Fused glass is glass that has been fired (heat-processed) in a kiln at a range of high temperatures up to approximately 1,500℉. Various techniques can be applied to glass work in separate firings to add depth, relief and shape.
Joyce often fires the colour combinations she wants into a glass brick and then uses a diamond saw to cut the glass into pieces. A second firing is required to fuse the glass into a flat plane and then a third firing slumps the piece into it’s final shape. One piece can take up to three days for firing from start to finish. Joyce also uses a screen melt approach for some of the pieces. That means glass is melted through special metal that can withstand very high temperatures into a dam built to catch the liquid glass. The glass is cooled and then cut, reassembled, fuse fired and later slump fired.
When glass is fused, unless the separate pieces are of the same co-efficient-of-expansion the pieces will shatter as the different types of glass cool by contracting at different rates. If the co-efficient is not compatible stress fractures will appear between the pieces fused together and breakage occurs. This means that special glass and glass frit must be used, such as Spectrum glass system 96, which is the high quality glass used in Joyce Sherwin’s pieces. Joyce orders the glass for her art from Lansing, Michigan and it is shipped to Edmonton by truck.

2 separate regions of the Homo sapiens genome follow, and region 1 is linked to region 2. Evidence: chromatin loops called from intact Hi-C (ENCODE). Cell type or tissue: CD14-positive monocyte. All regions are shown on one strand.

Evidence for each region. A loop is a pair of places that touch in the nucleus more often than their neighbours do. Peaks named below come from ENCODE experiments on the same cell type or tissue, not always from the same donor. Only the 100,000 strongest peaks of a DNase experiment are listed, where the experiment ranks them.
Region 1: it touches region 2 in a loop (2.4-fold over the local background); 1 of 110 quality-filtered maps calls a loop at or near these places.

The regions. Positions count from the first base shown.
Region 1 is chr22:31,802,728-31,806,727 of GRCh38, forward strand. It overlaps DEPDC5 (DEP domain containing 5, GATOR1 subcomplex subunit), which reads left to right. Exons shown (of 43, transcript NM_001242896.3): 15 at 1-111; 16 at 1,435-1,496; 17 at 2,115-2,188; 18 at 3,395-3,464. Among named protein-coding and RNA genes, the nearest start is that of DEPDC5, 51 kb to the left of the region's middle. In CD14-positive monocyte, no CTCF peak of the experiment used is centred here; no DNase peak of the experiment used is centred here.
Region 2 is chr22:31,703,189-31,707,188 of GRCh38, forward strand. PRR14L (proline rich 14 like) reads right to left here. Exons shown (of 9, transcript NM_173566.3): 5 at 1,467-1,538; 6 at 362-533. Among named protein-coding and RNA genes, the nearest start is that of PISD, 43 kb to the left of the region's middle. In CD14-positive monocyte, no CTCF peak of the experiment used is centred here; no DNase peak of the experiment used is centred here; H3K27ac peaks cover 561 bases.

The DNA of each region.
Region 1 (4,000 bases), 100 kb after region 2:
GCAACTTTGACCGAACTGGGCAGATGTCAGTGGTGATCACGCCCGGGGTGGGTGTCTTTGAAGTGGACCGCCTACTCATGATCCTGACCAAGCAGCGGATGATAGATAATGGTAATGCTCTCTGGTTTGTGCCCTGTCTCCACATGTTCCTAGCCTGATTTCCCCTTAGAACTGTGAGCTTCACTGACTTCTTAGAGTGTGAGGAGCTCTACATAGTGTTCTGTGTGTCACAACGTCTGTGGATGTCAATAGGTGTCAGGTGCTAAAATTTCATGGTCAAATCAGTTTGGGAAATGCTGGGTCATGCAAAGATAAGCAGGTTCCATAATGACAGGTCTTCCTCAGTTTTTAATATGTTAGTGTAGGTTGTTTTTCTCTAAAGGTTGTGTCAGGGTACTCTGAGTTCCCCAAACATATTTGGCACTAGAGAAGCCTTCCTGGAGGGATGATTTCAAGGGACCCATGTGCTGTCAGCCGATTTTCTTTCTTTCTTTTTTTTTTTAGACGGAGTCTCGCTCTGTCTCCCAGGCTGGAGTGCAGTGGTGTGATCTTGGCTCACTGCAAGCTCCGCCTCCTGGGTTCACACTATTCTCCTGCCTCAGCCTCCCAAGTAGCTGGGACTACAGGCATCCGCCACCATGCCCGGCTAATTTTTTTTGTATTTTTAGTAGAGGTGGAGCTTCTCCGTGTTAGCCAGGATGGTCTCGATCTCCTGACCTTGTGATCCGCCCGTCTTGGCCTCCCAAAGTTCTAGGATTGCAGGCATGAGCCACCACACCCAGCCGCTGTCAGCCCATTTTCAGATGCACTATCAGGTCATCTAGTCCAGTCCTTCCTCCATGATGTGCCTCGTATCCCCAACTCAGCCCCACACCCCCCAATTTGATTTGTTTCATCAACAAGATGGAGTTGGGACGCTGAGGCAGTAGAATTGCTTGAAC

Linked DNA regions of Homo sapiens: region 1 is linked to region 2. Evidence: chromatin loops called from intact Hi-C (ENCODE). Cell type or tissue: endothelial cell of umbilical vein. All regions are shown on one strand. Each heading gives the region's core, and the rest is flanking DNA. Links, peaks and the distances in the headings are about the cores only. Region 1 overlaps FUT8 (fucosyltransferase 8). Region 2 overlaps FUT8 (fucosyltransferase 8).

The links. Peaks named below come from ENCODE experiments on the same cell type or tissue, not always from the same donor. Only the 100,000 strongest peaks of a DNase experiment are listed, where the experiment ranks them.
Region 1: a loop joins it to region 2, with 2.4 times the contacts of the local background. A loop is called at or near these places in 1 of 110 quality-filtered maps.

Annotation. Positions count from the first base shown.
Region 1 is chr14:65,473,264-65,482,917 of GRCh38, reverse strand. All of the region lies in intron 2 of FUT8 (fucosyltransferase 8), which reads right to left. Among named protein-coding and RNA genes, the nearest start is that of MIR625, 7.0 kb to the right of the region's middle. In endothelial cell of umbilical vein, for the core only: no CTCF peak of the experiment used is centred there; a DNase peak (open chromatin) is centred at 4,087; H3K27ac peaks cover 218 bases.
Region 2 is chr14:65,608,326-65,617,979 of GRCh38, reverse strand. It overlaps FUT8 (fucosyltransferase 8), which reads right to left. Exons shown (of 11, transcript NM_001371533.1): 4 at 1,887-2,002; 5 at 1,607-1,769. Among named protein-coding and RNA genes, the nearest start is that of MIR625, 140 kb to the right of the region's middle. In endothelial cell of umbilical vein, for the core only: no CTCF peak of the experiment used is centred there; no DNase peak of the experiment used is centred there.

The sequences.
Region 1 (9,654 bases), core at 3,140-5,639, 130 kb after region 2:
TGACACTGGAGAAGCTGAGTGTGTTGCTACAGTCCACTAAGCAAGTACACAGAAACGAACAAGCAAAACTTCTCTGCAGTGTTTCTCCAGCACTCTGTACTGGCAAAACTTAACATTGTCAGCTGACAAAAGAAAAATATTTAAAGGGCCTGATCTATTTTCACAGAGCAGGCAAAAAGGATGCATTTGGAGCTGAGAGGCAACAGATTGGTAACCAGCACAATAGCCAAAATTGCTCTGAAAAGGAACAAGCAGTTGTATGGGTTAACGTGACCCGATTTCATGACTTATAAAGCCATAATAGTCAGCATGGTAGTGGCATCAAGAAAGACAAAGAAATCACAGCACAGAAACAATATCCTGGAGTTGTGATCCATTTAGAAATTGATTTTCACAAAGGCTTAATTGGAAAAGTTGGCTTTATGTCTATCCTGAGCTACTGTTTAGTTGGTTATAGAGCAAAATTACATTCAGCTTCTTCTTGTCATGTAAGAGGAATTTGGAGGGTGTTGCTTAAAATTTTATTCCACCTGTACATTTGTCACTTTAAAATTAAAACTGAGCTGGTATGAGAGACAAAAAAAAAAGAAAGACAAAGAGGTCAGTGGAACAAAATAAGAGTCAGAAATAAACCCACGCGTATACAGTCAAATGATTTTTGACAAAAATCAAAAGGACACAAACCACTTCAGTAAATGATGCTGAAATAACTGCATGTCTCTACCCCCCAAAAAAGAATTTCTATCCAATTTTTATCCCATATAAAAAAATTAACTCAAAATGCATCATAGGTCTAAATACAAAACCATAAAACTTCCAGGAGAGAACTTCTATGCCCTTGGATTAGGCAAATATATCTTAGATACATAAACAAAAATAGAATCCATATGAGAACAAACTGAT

All of the pieces of glass art, from the smallest necklaces to the largest platters are handmade, some bigger pieces requiring hundreds of glass segments cut and assembled and each piece is a unique one-of-a-kind piece of art.